Update: Progress 59P plunges to Earth, Soyuz rocket possibly to blame
When Roscosmos’ Progress 59P and its more than 6,000 pounds (2,722 kg) of cargo and crew supplies was deemed a complete loss a few days after its April 28 launch, it did not appear that it was anything more than just a black eye for the Russian Federal Space Program. With the revelation that debris from the failed mission represents a collision threat – that assessment has now changed.
NASA reported that the Progress 59 cargo craft re-entered the Earth’s atmosphere at 10:04 p.m. EDT on May 7 over the central Pacific Ocean. The Russian News Agency, TASS, reported that Roscosmos has decided to adjust its planned flights to the space station.
A report appearing on the European Space Agency’s rocket science blog on May 8 noted the estimated time and position that the vessel conducted its fiery plunge into Earth’s atmosphere as follows:
Our partners in USSTRATCOM with whom we have been sharing data throughout the campaign have confirmed the re-entry of Progress M-27M.
The final time of re-entry is 8 May, 2015, at 02:20 UTC (04:20 CEST), with an accuracy of plus or minus 1 minute.
This corresponds to an altitude of around 80 km (so, roughly, 10 minutes from touch down). This would have been the point in time where the re-entering object was the hottest and so observable from space. This time also corresponds to a location of 51 Degrees South latitude and 273 Degrees East longitude, over the ocean west of the southern tip of the coast of Chile.
NASA also addressed the status of the Progress 59P spacecraft and its payload last week, with a focus on ISS operations:
The spacecraft was not carrying any supplies critical for the United States Operating Segment (USOS) of the station, and the break up and re-entry of the Progress posed no threat to the ISS crew. Both the Russian and USOS segments of the station continue to operate normally and are adequately supplied well beyond the next planned resupply flight.
The investigation into what went wrong during the resupply mission has focused in on the Soyuz-2.1a launch vehicle itself with the initial findings being submitted as early as Wednesday, May 13, according to SpaceFlight Now’s Stephen Clark, with a full report due at the end of this month.
Engineers are taking a closer look at the third stage separation as a probable cause for the flight deviation. The third stage of the Soyuz (known as Block I) holds the payload section – in this case, the Progress vehicle – in place using a series of three sets of pyrotechnic bolts. When the command is given, the bolts separate and three sets of springs gently push the two spacecraft sections apart. To prevent the payload from spinning or veering off course, a collection of 33 guide pins keep the sections in line as they are pushed apart.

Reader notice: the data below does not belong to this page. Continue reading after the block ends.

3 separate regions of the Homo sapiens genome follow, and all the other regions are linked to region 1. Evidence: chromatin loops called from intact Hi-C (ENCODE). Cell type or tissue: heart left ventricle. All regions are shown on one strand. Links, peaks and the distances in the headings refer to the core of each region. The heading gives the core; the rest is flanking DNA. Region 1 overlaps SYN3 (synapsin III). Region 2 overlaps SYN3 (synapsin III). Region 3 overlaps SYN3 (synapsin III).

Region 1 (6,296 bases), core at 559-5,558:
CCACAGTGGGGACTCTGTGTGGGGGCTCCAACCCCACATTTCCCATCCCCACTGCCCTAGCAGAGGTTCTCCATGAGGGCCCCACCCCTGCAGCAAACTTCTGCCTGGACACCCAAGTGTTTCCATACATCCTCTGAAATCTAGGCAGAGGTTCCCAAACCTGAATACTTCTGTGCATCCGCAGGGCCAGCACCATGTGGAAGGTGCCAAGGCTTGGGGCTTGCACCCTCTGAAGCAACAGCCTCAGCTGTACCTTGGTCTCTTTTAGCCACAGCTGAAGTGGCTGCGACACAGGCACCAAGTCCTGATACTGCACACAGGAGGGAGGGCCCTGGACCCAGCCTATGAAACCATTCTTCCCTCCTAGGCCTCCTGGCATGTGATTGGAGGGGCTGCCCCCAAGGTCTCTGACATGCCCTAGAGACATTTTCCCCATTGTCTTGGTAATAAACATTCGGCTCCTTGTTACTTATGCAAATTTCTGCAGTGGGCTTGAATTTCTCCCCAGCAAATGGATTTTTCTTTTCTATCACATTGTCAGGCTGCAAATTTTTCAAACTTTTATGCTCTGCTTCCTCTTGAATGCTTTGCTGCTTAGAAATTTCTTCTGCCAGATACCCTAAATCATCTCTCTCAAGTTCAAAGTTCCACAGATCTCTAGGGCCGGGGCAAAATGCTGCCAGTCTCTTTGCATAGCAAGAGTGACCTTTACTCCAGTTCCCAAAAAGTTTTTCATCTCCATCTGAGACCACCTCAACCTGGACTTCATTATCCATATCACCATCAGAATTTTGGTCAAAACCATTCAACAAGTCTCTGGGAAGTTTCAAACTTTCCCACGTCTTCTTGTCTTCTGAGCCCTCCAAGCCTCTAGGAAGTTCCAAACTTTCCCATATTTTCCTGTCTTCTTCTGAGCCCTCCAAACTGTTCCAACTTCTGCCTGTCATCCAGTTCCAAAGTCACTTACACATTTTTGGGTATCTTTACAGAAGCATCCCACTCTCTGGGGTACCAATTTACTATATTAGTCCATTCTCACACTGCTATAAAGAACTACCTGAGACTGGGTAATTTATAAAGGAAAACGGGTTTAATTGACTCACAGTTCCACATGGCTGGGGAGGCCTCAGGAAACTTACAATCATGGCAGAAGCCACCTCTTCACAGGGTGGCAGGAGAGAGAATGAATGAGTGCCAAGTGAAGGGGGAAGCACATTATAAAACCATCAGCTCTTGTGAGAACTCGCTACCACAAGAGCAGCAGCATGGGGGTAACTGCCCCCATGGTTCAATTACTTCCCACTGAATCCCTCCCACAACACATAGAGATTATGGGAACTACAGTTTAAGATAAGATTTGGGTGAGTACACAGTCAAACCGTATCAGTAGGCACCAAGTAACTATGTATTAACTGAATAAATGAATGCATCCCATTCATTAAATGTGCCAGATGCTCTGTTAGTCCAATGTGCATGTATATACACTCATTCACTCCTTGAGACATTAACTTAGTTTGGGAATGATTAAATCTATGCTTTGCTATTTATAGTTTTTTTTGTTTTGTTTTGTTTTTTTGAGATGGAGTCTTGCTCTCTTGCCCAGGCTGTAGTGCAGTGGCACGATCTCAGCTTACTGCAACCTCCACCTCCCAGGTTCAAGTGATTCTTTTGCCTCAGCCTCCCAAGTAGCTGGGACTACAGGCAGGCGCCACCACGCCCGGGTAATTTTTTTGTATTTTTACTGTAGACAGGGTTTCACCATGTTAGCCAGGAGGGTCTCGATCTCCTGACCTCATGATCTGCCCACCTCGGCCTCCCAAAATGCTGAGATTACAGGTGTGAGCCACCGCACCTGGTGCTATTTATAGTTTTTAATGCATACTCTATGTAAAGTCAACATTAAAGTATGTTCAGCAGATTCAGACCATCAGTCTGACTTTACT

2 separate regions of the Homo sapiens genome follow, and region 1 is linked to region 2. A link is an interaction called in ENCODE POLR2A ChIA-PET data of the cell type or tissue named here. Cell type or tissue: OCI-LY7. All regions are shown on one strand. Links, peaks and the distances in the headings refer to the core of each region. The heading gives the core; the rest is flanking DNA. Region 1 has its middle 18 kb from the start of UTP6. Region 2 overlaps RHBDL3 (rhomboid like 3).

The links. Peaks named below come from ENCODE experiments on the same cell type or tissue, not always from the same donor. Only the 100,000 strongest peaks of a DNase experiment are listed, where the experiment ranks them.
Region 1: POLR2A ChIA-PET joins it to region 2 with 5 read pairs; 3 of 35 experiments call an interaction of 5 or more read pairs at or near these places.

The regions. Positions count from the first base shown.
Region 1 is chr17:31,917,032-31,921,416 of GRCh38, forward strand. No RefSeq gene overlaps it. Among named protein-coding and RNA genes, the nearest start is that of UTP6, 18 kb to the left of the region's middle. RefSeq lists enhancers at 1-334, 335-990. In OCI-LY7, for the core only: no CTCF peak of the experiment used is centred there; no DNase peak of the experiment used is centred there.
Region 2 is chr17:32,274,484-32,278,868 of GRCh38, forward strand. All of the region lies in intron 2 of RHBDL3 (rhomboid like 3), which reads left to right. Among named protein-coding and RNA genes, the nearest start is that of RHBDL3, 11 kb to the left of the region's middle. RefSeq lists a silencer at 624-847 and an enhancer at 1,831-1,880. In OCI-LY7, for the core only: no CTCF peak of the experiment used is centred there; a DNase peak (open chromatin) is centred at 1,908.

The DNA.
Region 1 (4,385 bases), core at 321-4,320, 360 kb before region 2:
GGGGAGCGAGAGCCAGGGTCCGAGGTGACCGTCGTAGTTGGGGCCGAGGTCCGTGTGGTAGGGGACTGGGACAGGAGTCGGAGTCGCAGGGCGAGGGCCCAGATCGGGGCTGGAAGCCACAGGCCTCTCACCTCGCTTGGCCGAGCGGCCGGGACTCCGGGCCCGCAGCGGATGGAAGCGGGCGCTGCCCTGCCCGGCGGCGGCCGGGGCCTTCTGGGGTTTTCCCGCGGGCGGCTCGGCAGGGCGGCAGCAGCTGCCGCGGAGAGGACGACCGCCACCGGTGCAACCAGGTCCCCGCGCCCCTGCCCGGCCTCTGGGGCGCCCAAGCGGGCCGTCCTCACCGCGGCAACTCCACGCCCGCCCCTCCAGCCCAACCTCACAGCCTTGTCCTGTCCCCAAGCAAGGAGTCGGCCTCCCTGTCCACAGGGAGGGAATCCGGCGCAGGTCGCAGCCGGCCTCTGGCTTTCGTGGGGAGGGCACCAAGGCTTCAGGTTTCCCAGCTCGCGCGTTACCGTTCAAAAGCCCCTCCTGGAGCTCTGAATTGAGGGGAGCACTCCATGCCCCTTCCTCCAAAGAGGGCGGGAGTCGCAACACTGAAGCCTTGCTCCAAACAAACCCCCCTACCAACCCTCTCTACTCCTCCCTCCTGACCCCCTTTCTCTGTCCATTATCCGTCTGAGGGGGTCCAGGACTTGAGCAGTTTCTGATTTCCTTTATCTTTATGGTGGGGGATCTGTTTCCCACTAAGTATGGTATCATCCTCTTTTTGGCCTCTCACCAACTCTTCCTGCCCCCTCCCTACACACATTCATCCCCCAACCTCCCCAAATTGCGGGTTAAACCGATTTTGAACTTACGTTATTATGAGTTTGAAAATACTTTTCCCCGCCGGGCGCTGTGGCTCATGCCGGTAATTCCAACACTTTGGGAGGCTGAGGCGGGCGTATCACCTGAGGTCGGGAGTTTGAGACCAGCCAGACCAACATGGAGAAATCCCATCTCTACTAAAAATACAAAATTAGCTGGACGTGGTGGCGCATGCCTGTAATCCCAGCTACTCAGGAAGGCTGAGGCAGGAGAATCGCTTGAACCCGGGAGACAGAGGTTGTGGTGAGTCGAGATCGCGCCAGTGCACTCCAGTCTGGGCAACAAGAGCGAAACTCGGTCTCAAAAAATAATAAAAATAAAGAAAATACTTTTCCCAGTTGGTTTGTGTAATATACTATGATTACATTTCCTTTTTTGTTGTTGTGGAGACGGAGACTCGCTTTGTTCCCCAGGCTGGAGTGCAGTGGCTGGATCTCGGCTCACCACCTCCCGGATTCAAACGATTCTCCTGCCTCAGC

It is still unknown is why Progress M-27M started to spin wildly after separation. Despite the hardware in place to prevent such a separation from occurring, it is believed that something did go wrong at this point or immediately thereafter. At this point, data is sketchy as to what exactly happened as telemetry from the third stage stopped coming in to mission control 1.5 seconds after the command (GK-3) to cut off the RD-0110 engines was sent to the craft. Video from the Progress spacecraft was not transmitting as one camera on board may have been switched off. Additionally, flight engineers were unable to obtain telemetry from the Progress craft shortly after the separation.
Given that the Soyuz rocket is the current, sole source of sending astronauts and cosmonauts to the orbiting laboratory, it should come as no surprise that the Russian Federal Space Agency has decided to push back crewed flights as well.
The problems caused by the second failed Progress resupply run in less than four years is not limited to delays to the flight manifest, however.
The 2013 motion picture Gravity detailed the possibility of a runaway impact event that could level much of humanity’s on orbit assets. Although fictional, the possibility of debris leftover from this failed mission impacting other spacecraft and satellites has become a very real concern. It is likely, however, that these will be from small parts of the booster and the spacecraft itself, and at this time it is unclear how long the threat these high-velocity leftovers will last.
Portions of this article were written by SpaceFlight Insider correspondent Joe Latrell
Jason Rhian spent several years honing his skills with internships at NASA, the National Space Society and other organizations. He has provided content for outlets such as: Aviation Week & Space Technology, Space.com, The Mars Society and Universe Today.